The hardware contains 3 basic parts:
- 5×7 laser matrix
- 5 8-bit D-type latches (SN74LVTH573PW) to control the total 35 laser pointers
- Microcontroller (PIC16F722) to control the decoder and manage the serial communication with iPhone – grab the code.
The laser modules can emit 650nm red laser light, with power consumption of 2~5 mW. Since the laser light is very narrow, any tiny movement is misalignment alters the matrix. So the tricky part is how to position the total 35 laser lights in parallel. I drilled the holes in a plain PCB board, and placed our lasers into the holes.
The micro-controller software is fairly strait forward, it just waiting for command sent by iPhone via the serial port, and execute the command by controlling the 5 latches. It’s that simple and could be done with the Arduino if you wanted.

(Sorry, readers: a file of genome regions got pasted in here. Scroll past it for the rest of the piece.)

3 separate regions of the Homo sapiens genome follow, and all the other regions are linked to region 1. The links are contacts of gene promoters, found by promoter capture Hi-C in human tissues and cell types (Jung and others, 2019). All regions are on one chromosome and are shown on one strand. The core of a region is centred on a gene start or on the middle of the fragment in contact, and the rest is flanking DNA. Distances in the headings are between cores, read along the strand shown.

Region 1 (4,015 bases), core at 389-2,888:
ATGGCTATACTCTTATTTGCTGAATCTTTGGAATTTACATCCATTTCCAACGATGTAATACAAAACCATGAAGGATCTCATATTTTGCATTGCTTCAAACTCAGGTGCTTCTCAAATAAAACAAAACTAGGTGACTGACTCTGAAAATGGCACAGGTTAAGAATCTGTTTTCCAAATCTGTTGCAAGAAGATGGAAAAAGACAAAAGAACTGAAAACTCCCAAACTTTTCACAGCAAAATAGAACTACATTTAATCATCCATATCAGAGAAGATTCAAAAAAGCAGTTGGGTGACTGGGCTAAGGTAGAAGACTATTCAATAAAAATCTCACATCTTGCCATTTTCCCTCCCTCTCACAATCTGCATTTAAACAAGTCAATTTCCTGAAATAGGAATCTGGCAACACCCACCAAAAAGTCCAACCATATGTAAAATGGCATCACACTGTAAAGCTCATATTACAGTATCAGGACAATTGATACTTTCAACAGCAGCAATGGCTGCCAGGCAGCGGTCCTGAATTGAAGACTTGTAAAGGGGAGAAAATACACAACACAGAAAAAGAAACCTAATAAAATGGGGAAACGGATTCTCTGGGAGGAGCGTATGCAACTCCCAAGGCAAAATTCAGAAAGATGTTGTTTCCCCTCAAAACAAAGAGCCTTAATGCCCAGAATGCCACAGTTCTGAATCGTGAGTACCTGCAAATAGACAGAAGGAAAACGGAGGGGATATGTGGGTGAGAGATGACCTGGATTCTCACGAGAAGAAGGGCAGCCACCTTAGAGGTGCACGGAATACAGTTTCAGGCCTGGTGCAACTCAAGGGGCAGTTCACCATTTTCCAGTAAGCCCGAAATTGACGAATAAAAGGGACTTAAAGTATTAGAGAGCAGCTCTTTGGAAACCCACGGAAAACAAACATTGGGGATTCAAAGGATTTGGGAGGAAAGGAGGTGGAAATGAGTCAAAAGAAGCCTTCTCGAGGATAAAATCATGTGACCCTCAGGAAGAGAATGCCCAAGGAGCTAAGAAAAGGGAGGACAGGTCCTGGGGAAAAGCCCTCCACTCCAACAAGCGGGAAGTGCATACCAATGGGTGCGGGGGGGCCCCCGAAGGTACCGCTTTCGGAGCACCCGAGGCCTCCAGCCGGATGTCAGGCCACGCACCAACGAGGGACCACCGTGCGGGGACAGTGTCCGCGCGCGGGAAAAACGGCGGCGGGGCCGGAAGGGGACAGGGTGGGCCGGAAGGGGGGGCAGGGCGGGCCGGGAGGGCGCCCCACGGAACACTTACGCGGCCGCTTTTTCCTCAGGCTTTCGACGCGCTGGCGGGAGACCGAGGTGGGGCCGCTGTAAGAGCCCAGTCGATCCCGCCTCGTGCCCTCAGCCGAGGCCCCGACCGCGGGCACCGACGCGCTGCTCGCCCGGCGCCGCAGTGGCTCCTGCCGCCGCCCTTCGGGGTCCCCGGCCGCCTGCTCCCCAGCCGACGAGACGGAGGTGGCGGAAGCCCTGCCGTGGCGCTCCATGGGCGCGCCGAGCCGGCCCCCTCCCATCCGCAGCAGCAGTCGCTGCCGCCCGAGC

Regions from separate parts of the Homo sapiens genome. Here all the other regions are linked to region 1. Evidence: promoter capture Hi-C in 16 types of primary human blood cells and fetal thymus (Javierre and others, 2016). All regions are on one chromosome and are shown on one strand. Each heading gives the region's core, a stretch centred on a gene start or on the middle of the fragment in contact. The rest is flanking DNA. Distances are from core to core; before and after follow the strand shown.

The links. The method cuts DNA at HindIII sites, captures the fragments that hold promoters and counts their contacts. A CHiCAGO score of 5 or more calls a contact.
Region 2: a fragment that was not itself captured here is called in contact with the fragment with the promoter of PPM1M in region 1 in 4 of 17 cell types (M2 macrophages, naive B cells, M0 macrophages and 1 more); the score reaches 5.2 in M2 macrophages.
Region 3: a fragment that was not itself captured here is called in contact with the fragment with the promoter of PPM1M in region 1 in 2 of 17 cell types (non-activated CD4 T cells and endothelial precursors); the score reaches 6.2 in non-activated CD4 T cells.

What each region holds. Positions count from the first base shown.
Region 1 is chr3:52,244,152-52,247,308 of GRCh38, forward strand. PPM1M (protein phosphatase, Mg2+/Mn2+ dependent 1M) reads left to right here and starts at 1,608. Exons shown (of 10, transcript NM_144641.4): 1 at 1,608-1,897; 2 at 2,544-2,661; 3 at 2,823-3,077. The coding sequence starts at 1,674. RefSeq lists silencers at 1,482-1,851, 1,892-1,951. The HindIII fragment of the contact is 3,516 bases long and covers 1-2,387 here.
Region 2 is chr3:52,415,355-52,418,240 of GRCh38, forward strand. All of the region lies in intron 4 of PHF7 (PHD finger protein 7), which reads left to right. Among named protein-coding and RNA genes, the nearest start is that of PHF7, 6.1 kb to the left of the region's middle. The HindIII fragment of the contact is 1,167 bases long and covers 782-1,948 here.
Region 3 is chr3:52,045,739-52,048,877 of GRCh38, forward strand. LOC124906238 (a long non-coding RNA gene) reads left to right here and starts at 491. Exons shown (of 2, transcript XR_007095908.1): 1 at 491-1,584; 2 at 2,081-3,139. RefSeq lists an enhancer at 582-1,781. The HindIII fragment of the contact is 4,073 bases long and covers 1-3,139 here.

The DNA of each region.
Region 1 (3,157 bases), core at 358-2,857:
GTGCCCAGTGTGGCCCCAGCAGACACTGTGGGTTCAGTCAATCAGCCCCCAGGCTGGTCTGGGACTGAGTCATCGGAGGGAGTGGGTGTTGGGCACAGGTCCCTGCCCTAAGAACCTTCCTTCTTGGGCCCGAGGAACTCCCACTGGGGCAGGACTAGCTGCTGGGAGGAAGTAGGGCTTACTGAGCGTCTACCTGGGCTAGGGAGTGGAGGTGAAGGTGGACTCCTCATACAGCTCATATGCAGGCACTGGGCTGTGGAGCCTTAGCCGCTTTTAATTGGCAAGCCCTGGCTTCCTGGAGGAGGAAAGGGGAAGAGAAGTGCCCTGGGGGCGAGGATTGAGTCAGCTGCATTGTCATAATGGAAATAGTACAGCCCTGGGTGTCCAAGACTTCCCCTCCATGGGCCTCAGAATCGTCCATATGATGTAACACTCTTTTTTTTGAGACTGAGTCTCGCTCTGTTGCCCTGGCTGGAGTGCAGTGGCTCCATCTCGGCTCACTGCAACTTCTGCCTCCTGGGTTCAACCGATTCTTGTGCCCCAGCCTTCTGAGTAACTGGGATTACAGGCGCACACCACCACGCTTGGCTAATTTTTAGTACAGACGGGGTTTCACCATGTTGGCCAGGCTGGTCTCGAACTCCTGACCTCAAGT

The iPhone side software is a bit more complex. Apple just added the serial port support in its iPhone SDK 3.0 beta. However, I’m still using the old iPhone 2.2 firmware and haven’t bothered to upgrade yet. So I used an unorthodox way to implement the serial port communication. Basically, I grabbed the IOKit framework from iPhone and load it into Xcode, so that the program no is able to access the /dev/tty.iap. Looking back on it, it’s probably better to use the built in 3.0 SDK serial.After establishing serial communication, the rest is fairly easy, just send out the commands to eLaser hardware and illuminate the laser lights.
Learn more about this project, get codes and all sorts of crazy stuff here